Little Leaguer's Elbow (Medial Apophysitis)
Little leaguer's elbow also called as medial apophysitis, is an overuse condition that occurs when there is overstress or injury to the inside portion of the elbow. It is commonly seen in children involved in sports activities that require repetitive throwing such as baseball.
Children make use of the elbow joint repetitively to throw the baseball which creates stress on the muscles and ligaments that are attached to the inner side of the elbow. The growth plate present at the bone ends become inflamed or in severe case it may break from the upper arm. One of the risk factor which causes this disease is misguided training regime.
The most common symptoms include elbow pain, tenderness, swelling on the inner side of the elbow, restricted motion, and locking of elbow joint. Pain is increased upon pressing the inner side of the elbow.
Your doctor will perform physical examination of your child’s elbow. Further your doctor may also request for an X-ray which shows the break in the growth plate.
Immediately following an injury and before being evaluated by a doctor, you should initiate the PRICE method of treatment.
- Protection: The purpose of protection is to avoid further injury. You can protect the injury by applying bandage, aluminum splint, protective tape, or braces
- Rest: Rest the elbow as more damage could result from putting pressure on the injured area. If the injury is not treated it can lead to complications such as ligament tear, cartilage injury, and growth disturbance
- Ice: Applying ice packs to the injured area will help to diminish swelling and pain. Ice should be applied over a towel to the affected area for 15-20 minutes four times a day for several days. Never place ice directly over the skin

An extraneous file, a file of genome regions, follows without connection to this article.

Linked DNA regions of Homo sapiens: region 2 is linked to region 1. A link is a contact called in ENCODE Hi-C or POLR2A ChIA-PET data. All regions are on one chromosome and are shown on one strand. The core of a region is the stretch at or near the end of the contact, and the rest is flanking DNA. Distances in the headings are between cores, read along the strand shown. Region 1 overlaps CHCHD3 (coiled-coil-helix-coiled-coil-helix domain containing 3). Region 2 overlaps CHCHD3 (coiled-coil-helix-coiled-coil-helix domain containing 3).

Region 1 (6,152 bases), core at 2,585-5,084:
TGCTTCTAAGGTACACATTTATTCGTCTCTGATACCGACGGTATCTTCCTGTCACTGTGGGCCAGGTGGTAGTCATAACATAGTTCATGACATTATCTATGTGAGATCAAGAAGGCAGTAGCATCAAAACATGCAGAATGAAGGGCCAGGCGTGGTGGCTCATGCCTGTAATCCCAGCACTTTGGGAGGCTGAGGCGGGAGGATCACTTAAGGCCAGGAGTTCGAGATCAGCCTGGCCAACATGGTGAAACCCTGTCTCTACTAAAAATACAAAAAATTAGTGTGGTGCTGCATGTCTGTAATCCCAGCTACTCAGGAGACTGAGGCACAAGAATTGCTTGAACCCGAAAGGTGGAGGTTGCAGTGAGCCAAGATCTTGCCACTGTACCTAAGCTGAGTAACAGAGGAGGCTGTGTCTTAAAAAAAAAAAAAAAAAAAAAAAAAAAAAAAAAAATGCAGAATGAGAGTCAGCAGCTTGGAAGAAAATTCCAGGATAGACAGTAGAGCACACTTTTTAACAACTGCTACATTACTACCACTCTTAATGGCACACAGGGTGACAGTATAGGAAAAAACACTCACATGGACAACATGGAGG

- Compression: Wrapping the elbow with an elastic bandage which will help to minimize the swelling and support the elbow
- Elevation: Ensure that your child elevates the elbow above heart level will also reduce swelling and pain
The treatment options include non-surgical and surgical treatment. The conservative or the non-surgical options include:
- Medications such as nonsteroidal anti-inflammatory drugs will be prescribed to provide relief from pain and inflammation
- After the pain has subsided, your doctor may suggest initiation of rehabilitation program which includes strengthening and stretching exercises to develop strength and muscle control
Surgical treatment may be required in severe cases if there is a break in the bone. Surgery is done in girls above 12 years and boys above 14 years. Surgical method involves removal of loose fragments of the bone, bone grafting, and reattachment of ligament back to the bone.
Some of the measures to prevent little leaguer's elbow include reduction in number of pitches a child throws. Before starting with the activity, your child should perform warm up exercises.